Installed in a small rear gallery at Stephen Haller, eight early collages by Larry Zox (1937-2006) offer an intimate and rare glimpse into the process, method, and ultimate evolution that lead up to the American artist’s celebrated geometric abstractions.
With “Larry Zox: Collage Paintings from the 1960s,” thick card stock and heavy paper is torn, painted, and aggressively stapled to wood board. The raw spontaneity and brute force of these pieces suggest Abstract Expressionism’s influence, evoking the patterned spatial illusions of a Hans Hofmann and the jagged layers of color prominent in the work of Clyfford Still. Various tiers of paper can be found crinkling and warping under the veracity of the staples, while drops of paint drip and smear across a vast surface.
No ordinary assemblage of paper and paint, Zox’s collages operate with a visual impression of depth that is constantly in flux. With foreground dissolving into background and background hurtling into foreground, large works like Banner (1962)–a bold construction containing pointed strips of black paper stacked against layers of blood red and off-white–and Untitled (1961)–a somber mixture of velvety blacks and dark greens fastened in contrast to a desert of yellow-tinged cream–demand that we reconstitute our creaturely notions of time and distance. Both Banner and Untitled exploit the contrasting treatment of color and line to create windows of unforeseen pattern, a motif that would later reappear in Zox’s more refined paintings.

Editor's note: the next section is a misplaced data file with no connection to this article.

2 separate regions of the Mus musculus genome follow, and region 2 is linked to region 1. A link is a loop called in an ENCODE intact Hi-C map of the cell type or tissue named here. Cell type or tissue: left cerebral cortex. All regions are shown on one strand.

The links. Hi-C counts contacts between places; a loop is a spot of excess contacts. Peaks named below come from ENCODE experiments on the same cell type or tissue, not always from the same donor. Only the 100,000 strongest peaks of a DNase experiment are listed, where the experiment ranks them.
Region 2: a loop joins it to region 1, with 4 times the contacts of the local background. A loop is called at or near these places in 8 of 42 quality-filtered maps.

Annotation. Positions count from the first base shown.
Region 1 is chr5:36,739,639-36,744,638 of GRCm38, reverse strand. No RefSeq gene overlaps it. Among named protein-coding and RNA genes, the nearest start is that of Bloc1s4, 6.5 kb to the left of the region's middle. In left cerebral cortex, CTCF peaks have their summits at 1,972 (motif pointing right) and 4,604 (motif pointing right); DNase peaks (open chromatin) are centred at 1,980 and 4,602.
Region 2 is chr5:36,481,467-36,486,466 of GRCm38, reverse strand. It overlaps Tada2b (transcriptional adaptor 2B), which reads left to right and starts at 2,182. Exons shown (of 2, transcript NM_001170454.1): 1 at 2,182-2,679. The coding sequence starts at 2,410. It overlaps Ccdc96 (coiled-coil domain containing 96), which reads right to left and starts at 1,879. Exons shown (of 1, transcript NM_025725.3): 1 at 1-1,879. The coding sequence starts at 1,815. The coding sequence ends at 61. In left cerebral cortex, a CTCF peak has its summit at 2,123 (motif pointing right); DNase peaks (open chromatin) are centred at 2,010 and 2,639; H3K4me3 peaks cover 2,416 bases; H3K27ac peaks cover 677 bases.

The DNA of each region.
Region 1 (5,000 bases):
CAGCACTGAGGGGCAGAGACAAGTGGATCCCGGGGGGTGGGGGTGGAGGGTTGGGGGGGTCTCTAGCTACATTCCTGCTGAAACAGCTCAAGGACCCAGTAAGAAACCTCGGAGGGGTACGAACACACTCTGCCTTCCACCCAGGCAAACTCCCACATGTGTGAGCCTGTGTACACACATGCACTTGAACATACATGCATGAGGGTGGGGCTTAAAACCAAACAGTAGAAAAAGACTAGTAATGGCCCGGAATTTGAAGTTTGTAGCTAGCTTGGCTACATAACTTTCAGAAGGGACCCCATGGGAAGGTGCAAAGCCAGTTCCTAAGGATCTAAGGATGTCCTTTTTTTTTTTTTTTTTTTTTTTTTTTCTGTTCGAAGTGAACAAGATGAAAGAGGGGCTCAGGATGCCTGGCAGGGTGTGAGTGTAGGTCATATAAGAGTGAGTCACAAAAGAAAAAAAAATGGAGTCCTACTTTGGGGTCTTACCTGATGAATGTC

Unlike the bright, ultra polished, and diagonally dominated archetype of his later work, Zox’s collages feel playful in their gritty emancipation from procedure. Though physically smaller than the other pieces on display (only measuring between 11x11½ and 16x16 inches), the stark concentration of color in Untitled (1962)–a muted sea of textured grey, black, and blue–and the rough, exposed skeleton of Untitled (1961)–a gridded barrier of tomato-red and egg-yolk colored paper–dominate the scene. The eager juxtapositions of shape and line, governed by the overzealous use of staples, suggest an unrestrained candor that either went adrift in Zox’s later paintings, or else was very consciously concealed.
Images: Untitled, 1961; Untitled, 1961; Untitled, 1962. Courtesy Stephen Haller Gallery.
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